Leader magazineASCL - Association of School and College Leaders

FE and training bill

Pen

It is perhaps a sign of the Cinderella syndrome that has affected further education that the tribulations of the FE and Training Bill have not had the attention that the Education and Inspections Bill did.

Despite opposition from the Conservatives - who argued that it fails to cut red tape and is not demand-led - the bill has had its second reading in the Commons and is likely to go forward without significant changes.

The bill's most controversial areas have been the proposal to allow FE colleges to offer foundation degrees in their own right rather than through a university, and the proposals in relation to the powers given to the LSC to dismiss principals and senior post holders and order co-operation or amalgamation, where a college is thought to be failing to maintain proper educational standards.

The secretary of state will have the power to require college principals to achieve a stipulated leadership qualification before commencing a new post.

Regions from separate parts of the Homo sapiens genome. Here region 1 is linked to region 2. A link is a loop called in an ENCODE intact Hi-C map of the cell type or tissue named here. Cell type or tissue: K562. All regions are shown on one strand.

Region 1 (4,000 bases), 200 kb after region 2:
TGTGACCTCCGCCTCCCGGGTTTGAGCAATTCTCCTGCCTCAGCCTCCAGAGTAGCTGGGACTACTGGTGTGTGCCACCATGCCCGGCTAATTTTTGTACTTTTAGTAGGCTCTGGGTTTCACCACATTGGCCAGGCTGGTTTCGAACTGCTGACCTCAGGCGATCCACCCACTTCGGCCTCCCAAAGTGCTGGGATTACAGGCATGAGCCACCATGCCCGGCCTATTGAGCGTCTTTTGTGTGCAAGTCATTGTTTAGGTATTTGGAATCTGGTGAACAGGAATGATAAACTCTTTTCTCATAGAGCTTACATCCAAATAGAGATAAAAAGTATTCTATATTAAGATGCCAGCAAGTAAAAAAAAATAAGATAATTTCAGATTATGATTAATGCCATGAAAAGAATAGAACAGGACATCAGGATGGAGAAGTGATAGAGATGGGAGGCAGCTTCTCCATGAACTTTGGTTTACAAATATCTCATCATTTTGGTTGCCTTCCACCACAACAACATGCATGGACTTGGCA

Another proposal, objected to by the Conservatives on the basis of unnecessary cost, is the abolition of local LSCs and their replacement by regional LSCs (shades of the old FEFC).

The ability to form companies of a charitable nature and to provide services to partners may be more successful than similar provisions for schools.

Of more interest in the long run, perhaps, are the provisions for those areas where training levies still linger on. There is more interest in compulsory schemes than at any time since the in-coming Thatcher government abolished them.

At present the great and the good are unanimous in preferring a voluntary system; but for how long? The provisions in the bill may be the first signs of a change of heart.

© 2017 Association of School and College Leaders